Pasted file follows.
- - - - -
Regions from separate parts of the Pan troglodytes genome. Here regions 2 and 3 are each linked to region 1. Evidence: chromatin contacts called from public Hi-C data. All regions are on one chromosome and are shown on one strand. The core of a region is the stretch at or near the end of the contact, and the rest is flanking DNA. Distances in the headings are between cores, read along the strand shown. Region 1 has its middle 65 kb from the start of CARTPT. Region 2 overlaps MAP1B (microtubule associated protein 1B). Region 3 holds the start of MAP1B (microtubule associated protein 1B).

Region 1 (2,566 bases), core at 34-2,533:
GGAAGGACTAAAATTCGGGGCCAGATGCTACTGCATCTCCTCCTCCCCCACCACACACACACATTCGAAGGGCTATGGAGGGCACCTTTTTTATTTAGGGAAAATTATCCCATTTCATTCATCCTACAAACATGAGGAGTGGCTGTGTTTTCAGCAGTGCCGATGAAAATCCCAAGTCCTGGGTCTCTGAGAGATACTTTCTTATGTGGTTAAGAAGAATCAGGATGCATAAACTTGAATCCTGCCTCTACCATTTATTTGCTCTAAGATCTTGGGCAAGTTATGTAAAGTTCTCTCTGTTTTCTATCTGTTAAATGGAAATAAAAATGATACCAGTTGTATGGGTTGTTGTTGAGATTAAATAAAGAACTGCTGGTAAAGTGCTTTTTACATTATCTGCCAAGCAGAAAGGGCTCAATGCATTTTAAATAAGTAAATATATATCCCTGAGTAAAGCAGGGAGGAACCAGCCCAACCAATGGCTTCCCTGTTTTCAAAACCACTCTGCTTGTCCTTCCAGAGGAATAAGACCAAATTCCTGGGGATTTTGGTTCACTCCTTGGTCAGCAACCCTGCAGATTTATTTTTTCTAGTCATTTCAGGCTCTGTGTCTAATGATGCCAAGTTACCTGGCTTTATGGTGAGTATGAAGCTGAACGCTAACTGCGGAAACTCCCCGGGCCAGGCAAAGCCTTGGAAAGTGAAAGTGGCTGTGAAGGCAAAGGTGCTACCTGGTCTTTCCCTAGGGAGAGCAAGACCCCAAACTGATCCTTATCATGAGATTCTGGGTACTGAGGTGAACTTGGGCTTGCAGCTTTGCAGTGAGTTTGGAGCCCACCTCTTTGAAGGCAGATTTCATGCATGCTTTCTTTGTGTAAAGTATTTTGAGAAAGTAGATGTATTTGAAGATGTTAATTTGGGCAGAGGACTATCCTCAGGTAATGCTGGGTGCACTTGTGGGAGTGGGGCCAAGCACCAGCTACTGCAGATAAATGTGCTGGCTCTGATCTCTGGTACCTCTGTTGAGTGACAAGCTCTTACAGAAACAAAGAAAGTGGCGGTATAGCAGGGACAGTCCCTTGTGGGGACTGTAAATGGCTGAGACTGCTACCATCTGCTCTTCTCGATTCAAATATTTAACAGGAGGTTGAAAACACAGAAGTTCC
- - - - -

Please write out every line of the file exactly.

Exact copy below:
Regions from separate parts of the Pan troglodytes genome. Here regions 2 and 3 are each linked to region 1. Evidence: chromatin contacts called from public Hi-C data. All regions are on one chromosome and are shown on one strand. The core of a region is the stretch at or near the end of the contact, and the rest is flanking DNA. Distances in the headings are between cores, read along the strand shown. Region 1 has its middle 65 kb from the start of CARTPT. Region 2 overlaps MAP1B (microtubule associated protein 1B). Region 3 holds the start of MAP1B (microtubule associated protein 1B).

Region 1 (2,566 bases), core at 34-2,533:
GGAAGGACTAAAATTCGGGGCCAGATGCTACTGCATCTCCTCCTCCCCCACCACACACACACATTCGAAGGGCTATGGAGGGCACCTTTTTTATTTAGGGAAAATTATCCCATTTCATTCATCCTACAAACATGAGGAGTGGCTGTGTTTTCAGCAGTGCCGATGAAAATCCCAAGTCCTGGGTCTCTGAGAGATACTTTCTTATGTGGTTAAGAAGAATCAGGATGCATAAACTTGAATCCTGCCTCTACCATTTATTTGCTCTAAGATCTTGGGCAAGTTATGTAAAGTTCTCTCTGTTTTCTATCTGTTAAATGGAAATAAAAATGATACCAGTTGTATGGGTTGTTGTTGAGATTAAATAAAGAACTGCTGGTAAAGTGCTTTTTACATTATCTGCCAAGCAGAAAGGGCTCAATGCATTTTAAATAAGTAAATATATATCCCTGAGTAAAGCAGGGAGGAACCAGCCCAACCAATGGCTTCCCTGTTTTCAAAACCACTCTGCTTGTCCTTCCAGAGGAATAAGACCAAATTCCTGGGGATTTTGGTTCACTCCTTGGTCAGCAACCCTGCAGATTTATTTTTTCTAGTCATTTCAGGCTCTGTGTCTAATGATGCCAAGTTACCTGGCTTTATGGTGAGTATGAAGCTGAACGCTAACTGCGGAAACTCCCCGGGCCAGGCAAAGCCTTGGAAAGTGAAAGTGGCTGTGAAGGCAAAGGTGCTACCTGGTCTTTCCCTAGGGAGAGCAAGACCCCAAACTGATCCTTATCATGAGATTCTGGGTACTGAGGTGAACTTGGGCTTGCAGCTTTGCAGTGAGTTTGGAGCCCACCTCTTTGAAGGCAGATTTCATGCATGCTTTCTTTGTGTAAAGTATTTTGAGAAAGTAGATGTATTTGAAGATGTTAATTTGGGCAGAGGACTATCCTCAGGTAATGCTGGGTGCACTTGTGGGAGTGGGGCCAAGCACCAGCTACTGCAGATAAATGTGCTGGCTCTGATCTCTGGTACCTCTGTTGAGTGACAAGCTCTTACAGAAACAAAGAAAGTGGCGGTATAGCAGGGACAGTCCCTTGTGGGGACTGTAAATGGCTGAGACTGCTACCATCTGCTCTTCTCGATTCAAATATTTAACAGGAGGTTGAAAACACAGAAGTTCC